Robin Yeates welcomes the latest developments in library information systems but calls for closer collaboration between librarian and user to fulfil demands
Libraries may be on the brink of a revolution in their use of computers. Unusually, librarians will not be the main people affected. New technology is enabling librarians to help academics and students manage information resources required for teaching and learning, and not just in the library building.
A 1994 report for the European Commission from KPMG found that "traditional library housekeeping functionality is no longer an issue for the libraries - they believe new systems development should be concentrated on the more effective provision of information to the end user". Powerful library systems with graphical user interfaces based on standard client-server technology have only become widely available in the past year or two, offering the prospect of access from personal desktop PCs and easier to use public terminals. Microsoft Windows is now offered by almost all suppliers as the standard user interface and Windows NT is the fastest growing server platform for smaller systems and new library network service functions.
Libraries have for 30 years required proprietary software capable of some of the most sophisticated information handling to be found in the computing industry. Some 20 companies sell Unix-based library management systems to public and main university libraries in the United Kingdom. A dozen niche businesses concentrate on standalone PCs or Novell local area network installations. In both markets information retrieval systems for handling full-text electronic documents or images are often sold separately by different producers.
Hardly any of these systems were designed to work together. None were primarily designed to meet the needs of the end-users of libraries. This is changing fast.
Library computer systems were islands unto themselves. They were populated by descriptions of stock items rather than items themselves; and by limited personal information about users, used only to issue and recall stock. Each terminal belonged to the library and was used for a single function, mostly by the staff.
Library catalogues now offer access in some cases to full-text documents and other full representations of printed works. New Java terminals and Network Computers, shown at the recent Libtech International exhibition, will not be primarily for staff use, but to service large numbers of campus users cost-effectively, allowing them to access the Internet and remote library services as well as internally held materials. These users may just as well be remote from the physical library building, using their own PC. Such information technology systems will form so-called digital libraries, which are evolving rapidly as a result of Electronic Libraries (eLib) research and new commercial library management, intranet and Internet products.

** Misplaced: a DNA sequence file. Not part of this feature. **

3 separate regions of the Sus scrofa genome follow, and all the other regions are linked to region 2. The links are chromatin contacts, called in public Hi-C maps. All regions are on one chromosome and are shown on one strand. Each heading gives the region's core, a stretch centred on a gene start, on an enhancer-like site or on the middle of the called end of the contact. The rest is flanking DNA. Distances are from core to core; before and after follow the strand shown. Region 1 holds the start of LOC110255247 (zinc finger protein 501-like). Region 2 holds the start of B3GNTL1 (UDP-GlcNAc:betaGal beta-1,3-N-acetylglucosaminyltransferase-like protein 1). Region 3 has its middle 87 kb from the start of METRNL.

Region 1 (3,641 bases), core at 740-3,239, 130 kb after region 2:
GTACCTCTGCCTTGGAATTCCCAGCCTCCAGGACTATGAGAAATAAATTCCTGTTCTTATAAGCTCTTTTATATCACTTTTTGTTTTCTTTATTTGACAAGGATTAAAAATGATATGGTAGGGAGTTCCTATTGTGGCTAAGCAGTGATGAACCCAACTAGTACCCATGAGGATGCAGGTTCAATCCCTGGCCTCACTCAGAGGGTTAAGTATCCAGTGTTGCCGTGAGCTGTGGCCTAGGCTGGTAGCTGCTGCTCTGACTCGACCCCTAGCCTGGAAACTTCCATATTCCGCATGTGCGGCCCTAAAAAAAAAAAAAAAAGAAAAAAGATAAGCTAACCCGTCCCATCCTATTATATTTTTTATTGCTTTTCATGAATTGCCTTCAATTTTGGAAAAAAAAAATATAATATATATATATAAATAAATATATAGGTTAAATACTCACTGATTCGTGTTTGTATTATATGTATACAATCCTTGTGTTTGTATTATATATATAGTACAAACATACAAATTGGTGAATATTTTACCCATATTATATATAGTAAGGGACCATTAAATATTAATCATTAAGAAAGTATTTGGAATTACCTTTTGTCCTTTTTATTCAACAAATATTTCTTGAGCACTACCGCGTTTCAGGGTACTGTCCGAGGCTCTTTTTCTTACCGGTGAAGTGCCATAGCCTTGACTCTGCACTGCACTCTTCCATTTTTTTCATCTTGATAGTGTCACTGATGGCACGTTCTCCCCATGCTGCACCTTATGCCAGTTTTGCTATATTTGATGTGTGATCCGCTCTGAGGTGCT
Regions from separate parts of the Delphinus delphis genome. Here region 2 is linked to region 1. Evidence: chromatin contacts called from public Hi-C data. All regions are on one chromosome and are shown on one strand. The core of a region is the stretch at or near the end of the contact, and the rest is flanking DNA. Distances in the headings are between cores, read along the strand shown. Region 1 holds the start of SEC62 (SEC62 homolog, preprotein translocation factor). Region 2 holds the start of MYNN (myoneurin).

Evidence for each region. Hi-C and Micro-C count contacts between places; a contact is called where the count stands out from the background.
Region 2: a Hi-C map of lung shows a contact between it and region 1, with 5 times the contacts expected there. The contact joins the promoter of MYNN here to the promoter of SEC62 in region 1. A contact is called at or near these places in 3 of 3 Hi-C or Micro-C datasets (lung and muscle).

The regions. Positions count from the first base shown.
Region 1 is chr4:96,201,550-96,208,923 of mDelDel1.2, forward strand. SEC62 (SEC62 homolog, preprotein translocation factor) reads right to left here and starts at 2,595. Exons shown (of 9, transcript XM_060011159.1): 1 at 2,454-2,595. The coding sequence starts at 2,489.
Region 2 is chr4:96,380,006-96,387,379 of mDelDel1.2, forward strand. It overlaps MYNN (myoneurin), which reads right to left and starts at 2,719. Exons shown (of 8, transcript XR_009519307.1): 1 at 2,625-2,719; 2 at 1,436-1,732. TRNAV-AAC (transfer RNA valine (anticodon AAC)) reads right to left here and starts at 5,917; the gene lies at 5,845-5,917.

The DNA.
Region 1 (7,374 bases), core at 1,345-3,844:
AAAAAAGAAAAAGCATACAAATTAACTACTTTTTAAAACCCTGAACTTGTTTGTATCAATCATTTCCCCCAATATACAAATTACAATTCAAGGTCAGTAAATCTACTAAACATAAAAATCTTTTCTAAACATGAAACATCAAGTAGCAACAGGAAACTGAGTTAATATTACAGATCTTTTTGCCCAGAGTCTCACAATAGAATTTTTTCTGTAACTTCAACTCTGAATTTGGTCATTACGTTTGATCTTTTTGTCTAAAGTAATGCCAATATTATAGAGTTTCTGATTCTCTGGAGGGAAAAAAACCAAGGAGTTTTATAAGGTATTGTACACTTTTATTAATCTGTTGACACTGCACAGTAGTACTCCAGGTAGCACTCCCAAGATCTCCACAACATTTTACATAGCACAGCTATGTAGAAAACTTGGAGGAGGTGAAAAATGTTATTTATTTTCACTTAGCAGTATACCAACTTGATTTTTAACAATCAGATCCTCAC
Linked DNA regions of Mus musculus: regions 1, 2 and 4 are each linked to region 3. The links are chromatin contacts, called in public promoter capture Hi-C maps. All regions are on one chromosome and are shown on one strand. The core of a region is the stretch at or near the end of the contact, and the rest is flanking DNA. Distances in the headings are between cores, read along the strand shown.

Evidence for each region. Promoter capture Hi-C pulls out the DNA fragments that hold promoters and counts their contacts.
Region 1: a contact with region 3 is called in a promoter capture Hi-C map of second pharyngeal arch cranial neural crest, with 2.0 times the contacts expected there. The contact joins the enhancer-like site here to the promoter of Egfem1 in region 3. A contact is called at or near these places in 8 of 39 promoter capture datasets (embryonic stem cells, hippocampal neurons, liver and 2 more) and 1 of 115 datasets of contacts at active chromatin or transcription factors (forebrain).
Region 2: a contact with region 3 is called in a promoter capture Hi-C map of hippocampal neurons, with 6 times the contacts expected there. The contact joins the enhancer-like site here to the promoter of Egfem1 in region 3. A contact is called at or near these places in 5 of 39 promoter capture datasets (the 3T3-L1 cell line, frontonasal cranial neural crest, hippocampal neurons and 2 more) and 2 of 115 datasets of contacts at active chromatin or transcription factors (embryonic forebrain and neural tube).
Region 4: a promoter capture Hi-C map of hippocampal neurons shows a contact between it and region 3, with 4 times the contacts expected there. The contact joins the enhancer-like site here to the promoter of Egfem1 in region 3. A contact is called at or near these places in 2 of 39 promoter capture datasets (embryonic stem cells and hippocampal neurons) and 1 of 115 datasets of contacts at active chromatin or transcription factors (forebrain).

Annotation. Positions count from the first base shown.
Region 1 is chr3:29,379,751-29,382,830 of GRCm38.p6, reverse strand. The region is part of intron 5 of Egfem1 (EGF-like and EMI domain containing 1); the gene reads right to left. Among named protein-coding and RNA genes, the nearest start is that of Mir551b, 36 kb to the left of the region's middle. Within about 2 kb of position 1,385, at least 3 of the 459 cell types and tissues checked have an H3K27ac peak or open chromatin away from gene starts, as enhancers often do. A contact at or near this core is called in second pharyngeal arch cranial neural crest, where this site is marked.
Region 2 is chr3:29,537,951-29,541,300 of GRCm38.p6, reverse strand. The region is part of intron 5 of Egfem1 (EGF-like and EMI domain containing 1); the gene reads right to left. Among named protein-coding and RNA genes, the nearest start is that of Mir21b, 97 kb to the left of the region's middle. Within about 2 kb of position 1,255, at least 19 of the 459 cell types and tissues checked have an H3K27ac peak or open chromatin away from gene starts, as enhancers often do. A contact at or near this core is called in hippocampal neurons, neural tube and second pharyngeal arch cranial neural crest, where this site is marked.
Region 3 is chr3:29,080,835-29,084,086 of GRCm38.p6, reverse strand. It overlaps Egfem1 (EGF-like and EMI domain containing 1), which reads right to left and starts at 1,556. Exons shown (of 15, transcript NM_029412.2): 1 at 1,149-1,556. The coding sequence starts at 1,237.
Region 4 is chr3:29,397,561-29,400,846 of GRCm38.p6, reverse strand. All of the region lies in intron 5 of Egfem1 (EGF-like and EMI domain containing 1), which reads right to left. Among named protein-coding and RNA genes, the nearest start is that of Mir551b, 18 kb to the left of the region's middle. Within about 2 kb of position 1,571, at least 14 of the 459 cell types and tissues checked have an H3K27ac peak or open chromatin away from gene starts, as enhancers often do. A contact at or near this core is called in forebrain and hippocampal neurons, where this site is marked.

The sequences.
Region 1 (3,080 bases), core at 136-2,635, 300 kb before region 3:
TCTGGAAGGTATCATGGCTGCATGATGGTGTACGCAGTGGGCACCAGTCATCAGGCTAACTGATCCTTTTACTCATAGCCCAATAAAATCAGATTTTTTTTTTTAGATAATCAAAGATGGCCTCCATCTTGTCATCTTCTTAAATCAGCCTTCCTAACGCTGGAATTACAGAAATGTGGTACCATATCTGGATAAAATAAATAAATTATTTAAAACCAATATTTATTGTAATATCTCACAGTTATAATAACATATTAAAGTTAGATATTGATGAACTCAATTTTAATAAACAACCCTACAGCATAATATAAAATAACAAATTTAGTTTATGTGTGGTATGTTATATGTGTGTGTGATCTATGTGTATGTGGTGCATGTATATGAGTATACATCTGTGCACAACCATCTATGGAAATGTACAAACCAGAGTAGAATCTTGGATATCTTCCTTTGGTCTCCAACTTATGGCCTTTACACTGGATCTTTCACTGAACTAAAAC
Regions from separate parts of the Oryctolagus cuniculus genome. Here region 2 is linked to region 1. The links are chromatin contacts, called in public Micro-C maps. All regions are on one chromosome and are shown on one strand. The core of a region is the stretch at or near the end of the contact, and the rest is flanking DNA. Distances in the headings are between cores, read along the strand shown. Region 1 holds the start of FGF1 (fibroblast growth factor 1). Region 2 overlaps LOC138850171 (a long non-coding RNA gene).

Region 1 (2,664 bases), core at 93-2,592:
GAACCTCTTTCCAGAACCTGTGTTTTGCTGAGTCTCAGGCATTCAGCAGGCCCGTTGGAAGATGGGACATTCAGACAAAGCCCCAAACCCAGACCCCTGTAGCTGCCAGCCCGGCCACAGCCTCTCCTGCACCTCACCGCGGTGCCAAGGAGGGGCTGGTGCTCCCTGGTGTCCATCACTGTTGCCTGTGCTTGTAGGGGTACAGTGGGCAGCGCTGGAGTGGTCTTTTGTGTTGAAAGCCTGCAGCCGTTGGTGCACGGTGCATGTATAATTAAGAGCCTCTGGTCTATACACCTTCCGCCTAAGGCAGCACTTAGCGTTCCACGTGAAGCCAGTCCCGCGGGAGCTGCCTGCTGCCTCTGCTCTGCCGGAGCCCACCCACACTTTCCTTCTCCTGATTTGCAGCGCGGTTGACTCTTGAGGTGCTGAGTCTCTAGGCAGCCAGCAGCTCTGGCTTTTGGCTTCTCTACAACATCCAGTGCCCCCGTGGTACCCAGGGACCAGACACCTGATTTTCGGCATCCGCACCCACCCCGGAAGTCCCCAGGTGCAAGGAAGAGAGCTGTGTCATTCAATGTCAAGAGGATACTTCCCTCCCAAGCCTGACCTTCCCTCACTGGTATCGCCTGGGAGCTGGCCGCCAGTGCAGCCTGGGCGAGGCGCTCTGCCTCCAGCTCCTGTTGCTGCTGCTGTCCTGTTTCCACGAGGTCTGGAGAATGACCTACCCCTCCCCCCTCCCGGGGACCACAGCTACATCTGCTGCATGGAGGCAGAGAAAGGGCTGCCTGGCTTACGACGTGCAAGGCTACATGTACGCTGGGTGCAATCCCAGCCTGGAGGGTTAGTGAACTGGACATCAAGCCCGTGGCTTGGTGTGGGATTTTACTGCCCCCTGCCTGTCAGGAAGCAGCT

The Web promises to make library systems more visible to academics and students. However, this will take time. Only in the past year have online catalogues been given web browser make-overs, as software suppliers rushed to offer software to allow online public access catalogues to be used on the Web, although the level of sophistication and ease of management vary. Library staff are acquiring new skills.
To a much greater extent than previously, librarians now seek the co-operation of academic colleagues, publishers, trainers, graphic designers, suppliers and library users to refine their services. The challenge is to educate librarians and non-librarians in the scope for new forms of collaboration to improve levels of service. We must find ways of funding and implementing the new systems: we must enhance traditional library services and teaching and learning methods, which still have a significant role to play.
User interfaces need to be tailored to local environments. More important, the choice of resources available via the Web needs to be managed. Separate digital libraries need to be combined usefully into "virtual libraries" using communications standards such the Z39.50 information retrieval protocol and new metadata handling systems which can bring order to digital collections. Critical research work is underway at South Bank University with EU funding to develop new kinds of digital library management system to meet these needs.
Programming efforts of library system suppliers have been diverted to popular but crude web interface products for a year or more. At Libtech, only one library management system, Libero, was new to the UK market this year. Yet library IT is quietly providing scope for a massive revamp of library services. Collaborative research and development is now crucial. Libraries aim to serve users anywhere. Talk to your learning and information services staff about the exciting ramifications.
Robin Yeates is senior researcher and centre manager, Library Information Technology Centre, South Bank University.